Handelís Julius Caesar is one of his finest operas.
This dramma per musica was first performed in 1724, and Handel
conducted more than forty performances of the work. It is one of the
most frequently performed of Handelís operas.
This performance is cut a great deal. Many of the recitatives
are shortened, and a scene at the end of act II, and several numbers
from act III, have been cut. Unfortunately, many of these cuts involve
Ptolemy, played by the great James Bowman. Bowman is excellent, though
with his shaved head and bouffant pants he looks a bit strange. The
costumes for the performance are certainly idiosyncratic - in fact,
the entire production design is exaggerated, the costumes verge on the
Janet Baker as Caesar is very good, but, like most
of the singers in this opera, her acting suffers from this work having
been filmed in the studio. Opera singers are not all gifted actors,
but it must be much more difficult for them when there is no audience.
Sarah Walker as Cornelia is uninspired; she sings with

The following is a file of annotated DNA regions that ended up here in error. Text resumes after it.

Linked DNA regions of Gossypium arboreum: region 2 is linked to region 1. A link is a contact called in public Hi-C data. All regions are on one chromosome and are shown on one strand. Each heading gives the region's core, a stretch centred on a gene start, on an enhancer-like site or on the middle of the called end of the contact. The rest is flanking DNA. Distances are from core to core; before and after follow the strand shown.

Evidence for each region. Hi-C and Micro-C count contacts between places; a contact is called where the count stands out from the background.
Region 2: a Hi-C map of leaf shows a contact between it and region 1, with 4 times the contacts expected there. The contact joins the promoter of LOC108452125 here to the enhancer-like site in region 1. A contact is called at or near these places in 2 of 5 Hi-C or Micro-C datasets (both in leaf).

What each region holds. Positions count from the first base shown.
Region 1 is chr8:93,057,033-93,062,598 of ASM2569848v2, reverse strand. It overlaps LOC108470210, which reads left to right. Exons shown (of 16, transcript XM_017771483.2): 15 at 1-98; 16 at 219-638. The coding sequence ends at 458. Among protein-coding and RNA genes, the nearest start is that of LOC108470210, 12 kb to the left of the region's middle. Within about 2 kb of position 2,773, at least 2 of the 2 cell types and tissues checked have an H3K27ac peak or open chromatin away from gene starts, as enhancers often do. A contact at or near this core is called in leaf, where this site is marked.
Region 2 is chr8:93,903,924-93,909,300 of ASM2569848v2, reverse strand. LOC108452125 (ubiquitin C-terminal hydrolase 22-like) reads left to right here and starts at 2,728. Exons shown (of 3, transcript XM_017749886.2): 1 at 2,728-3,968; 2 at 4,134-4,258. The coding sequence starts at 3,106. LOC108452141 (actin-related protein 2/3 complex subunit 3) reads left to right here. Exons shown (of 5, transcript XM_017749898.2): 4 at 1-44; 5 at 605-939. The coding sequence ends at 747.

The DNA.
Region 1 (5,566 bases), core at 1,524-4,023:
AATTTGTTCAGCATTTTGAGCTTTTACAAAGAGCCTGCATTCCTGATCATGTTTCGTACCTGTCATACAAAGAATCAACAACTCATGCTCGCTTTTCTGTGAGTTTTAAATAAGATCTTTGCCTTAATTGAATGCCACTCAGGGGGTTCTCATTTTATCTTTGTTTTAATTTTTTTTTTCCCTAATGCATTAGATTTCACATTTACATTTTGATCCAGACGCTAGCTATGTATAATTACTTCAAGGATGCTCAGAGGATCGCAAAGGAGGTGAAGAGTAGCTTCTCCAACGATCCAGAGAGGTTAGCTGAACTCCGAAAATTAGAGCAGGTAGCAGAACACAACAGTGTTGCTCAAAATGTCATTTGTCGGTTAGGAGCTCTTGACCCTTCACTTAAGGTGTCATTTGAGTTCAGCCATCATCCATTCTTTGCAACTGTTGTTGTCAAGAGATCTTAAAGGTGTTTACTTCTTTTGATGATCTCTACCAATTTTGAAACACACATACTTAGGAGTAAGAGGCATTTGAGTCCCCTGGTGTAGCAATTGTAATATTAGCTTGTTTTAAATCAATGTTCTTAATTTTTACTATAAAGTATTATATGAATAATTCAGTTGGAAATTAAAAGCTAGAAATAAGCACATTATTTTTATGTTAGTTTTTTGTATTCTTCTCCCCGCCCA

so much vibrato, and her face shows so little emotion, that she almost
seems to have wandered into the wrong opera. Her acting is about as
good as that of most soap opera actors; her melodramatic expressions
recall silent movies.
This DVD suffers from poor video quality, and, since
this was filmed in a television studio, the sound lacks richness. At
times, the balance between the orchestra and voices is a bit lacking.
In addition, there is very little that is truly baroque (at least the
way the term is understood today) in Charles Mackerrasís orchestra.
It sounds quite modern, in spite of the use of a harpsichord.
But in spite of all these negative comments, the music
is great. This is, after all, one of Handelís finest operas. There are
some treasurable moments, and the chance to see the great James Bowman
makes it all worthwhile.